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What Is a Nose Keloid?

Steroid injections can help with keloid scar tissue.
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  • Written By: Amy Rodriguez
  • Edited By: Jessica Seminara
  • Last Modified Date: 02 July 2014
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A nose keloid is an excessive amount of scar tissue left over from an injury, typically from a previous nose piercing. When the nose cartilage is pierced, most often to insert jewelry, it traumatizes the skin tissue; keloids can slowly grow from this injury point over the course of days or months. Found mostly within the African American community, nose keloids are generally harmless, unless they contribute to psychologically damaging disfigurement.

Skin appears raised at the nose keloid damage site, and can range in color from pinkish beige to brown. Initial emergence of the scar tissue causes an itchy feeling with possible tenderness. Like most scars, a nose keloid will slowly fade over time, but will not disappear entirely.

Doctors will commonly diagnose a nose keloid by removing a portion and analyzing its composition, a procedure referred to as a biopsy. The medical professional must rule out any form of tumor that may indicate a cancerous growth. Removal must be performed carefully to prevent more keloid growth at the trauma site.

Treatments vary widely for a nose keloid, ranging from simple compression therapy to radical removal surgery. Removal surgery is not a main choice among medical practitioners since the surgical cuts into the nose tissue may generate new keloid patches. Constant pressure from a bandage over a period of several months can reduce the keloid size without fear of new growths.

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A nose keloid will stop growing and remain in a fixed state for many years. Patients should not try to pick at the scar tissue since this can encourage more growth; alternative treatments can be elected for bothersome nose keloids. Some patients resort to cryosurgery, effectively freezing the scar tissue and preventing it from expanding. Another treatment option is injections of a corticosteroid. This medicine reduces the scar tissue size over a period of several injection rounds.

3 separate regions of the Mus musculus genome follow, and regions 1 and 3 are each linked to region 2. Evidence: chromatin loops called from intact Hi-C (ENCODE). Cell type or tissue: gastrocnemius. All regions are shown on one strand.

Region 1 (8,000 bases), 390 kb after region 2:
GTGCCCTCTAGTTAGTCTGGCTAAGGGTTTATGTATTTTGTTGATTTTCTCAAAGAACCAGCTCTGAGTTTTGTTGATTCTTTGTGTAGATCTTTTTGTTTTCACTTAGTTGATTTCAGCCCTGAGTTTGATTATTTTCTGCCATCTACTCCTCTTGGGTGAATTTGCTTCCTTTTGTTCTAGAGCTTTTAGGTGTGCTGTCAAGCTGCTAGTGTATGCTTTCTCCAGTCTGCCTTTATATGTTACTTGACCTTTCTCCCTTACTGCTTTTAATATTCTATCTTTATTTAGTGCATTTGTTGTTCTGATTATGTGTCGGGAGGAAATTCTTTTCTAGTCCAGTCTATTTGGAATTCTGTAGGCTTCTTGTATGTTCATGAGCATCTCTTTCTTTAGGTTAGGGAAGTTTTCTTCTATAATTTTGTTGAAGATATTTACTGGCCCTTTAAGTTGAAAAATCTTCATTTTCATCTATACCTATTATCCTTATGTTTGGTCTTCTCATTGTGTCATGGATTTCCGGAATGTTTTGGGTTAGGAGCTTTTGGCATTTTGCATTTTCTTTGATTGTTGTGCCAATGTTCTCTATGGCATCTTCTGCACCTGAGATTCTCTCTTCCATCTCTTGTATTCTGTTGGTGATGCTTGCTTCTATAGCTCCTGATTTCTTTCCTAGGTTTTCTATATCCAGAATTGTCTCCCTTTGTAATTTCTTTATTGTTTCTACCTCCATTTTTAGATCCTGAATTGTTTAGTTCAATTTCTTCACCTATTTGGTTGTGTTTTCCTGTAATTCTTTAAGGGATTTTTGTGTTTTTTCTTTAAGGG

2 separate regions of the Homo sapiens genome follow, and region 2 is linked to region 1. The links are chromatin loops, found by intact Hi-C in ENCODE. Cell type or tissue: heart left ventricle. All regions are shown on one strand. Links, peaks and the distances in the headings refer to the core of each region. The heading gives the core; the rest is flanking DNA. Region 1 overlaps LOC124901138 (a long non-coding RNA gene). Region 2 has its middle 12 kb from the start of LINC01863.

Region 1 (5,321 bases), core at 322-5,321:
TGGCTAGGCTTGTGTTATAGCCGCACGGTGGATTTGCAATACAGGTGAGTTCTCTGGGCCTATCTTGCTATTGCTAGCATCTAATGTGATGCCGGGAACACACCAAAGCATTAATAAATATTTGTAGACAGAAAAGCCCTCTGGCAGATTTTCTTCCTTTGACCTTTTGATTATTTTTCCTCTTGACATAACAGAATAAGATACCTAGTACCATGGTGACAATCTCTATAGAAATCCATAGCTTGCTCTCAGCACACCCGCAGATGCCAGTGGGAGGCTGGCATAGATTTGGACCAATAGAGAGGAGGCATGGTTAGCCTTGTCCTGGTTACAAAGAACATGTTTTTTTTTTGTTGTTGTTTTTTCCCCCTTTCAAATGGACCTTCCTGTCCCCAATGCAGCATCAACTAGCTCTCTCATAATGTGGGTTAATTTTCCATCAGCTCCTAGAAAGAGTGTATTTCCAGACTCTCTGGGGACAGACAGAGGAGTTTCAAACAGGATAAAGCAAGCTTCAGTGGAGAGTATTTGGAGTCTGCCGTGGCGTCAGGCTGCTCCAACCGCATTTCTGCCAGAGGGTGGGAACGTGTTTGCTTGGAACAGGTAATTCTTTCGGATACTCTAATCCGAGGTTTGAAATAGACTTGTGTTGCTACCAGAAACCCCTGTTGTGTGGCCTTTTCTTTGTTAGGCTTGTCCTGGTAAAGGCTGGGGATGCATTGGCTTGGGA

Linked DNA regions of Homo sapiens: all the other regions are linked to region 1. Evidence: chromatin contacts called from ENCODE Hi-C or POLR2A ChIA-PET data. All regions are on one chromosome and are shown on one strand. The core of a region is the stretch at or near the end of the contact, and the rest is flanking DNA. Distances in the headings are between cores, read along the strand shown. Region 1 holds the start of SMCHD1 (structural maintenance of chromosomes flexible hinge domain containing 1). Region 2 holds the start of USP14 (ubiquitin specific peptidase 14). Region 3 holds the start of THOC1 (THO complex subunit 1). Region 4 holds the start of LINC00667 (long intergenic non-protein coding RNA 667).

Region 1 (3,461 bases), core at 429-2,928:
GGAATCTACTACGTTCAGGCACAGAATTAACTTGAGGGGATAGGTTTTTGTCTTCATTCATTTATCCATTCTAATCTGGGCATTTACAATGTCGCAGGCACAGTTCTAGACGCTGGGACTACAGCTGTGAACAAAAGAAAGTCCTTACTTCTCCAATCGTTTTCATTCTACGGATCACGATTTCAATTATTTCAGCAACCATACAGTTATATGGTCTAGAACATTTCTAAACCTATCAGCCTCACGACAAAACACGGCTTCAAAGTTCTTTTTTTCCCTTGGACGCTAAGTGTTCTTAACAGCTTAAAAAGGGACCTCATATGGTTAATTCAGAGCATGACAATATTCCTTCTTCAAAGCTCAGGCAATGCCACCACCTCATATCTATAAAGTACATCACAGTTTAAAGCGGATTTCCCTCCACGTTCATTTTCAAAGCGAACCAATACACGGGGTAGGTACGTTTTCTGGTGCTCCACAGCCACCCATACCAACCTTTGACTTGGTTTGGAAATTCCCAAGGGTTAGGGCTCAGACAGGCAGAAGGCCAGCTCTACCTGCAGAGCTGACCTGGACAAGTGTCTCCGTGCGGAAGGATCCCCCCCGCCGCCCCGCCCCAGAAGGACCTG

Patients must be aware that keloids tend to be hereditary. As a result, people with a history of nose keloid growth should refrain from piercing their noses. In fact, all skin trauma, from tattoos to other body piercings, should be avoided so keloids do not appear in other areas.

A keloid patient should remain in the shade on sunny days. New keloid tissue is prone to tanning darker than the surrounding skin, causing an unsightly spot across the nose. Unlike normal tanning across the skin, which fades over time, keloid tanning retains the dark color since the scar tissue does not slough off skin cells in the same manner as the healthy skin.

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Discuss this Article

serenesurface
Post 3

@donasmrs-- Piercings don't always cause keloids for me even though I am prone to keloids. As long as the nose piercing is kept clean, it should be fine.

donasmrs
Post 2

@alisha-- You need to see your doctor first to confirm that it's a keloid. It sounds like one, but it's a good idea to make sure. There are some scar creams that work fairly well for small keloids. They also help prevent a keloid from getting bigger. I would recommend trying this treatment first.

Whatever you do, don't play with the piercing and keloid. Nose piercings always cause problems for keloid-prone people because it's not a one-time thing. First the stud is put in and then the stud is changed. So the piercing has many opportunities to get irritated and develop scar tissue.

Now that you know that you are prone to keloids, you should avoid piercings from now on.

discographer
Post 1

I got a nose piercing three months ago. Everything seemed to be fine for a few days but then a little bump right on top of the piercing developed. I had to remove my piercing permanently. My piercing is closed off now but the bump is still there. It's not growing but it looks bad, like I grew a mole on my nose overnight.

What's the best treatment for this? Has anyone tried cryosurgery? Did it work well?

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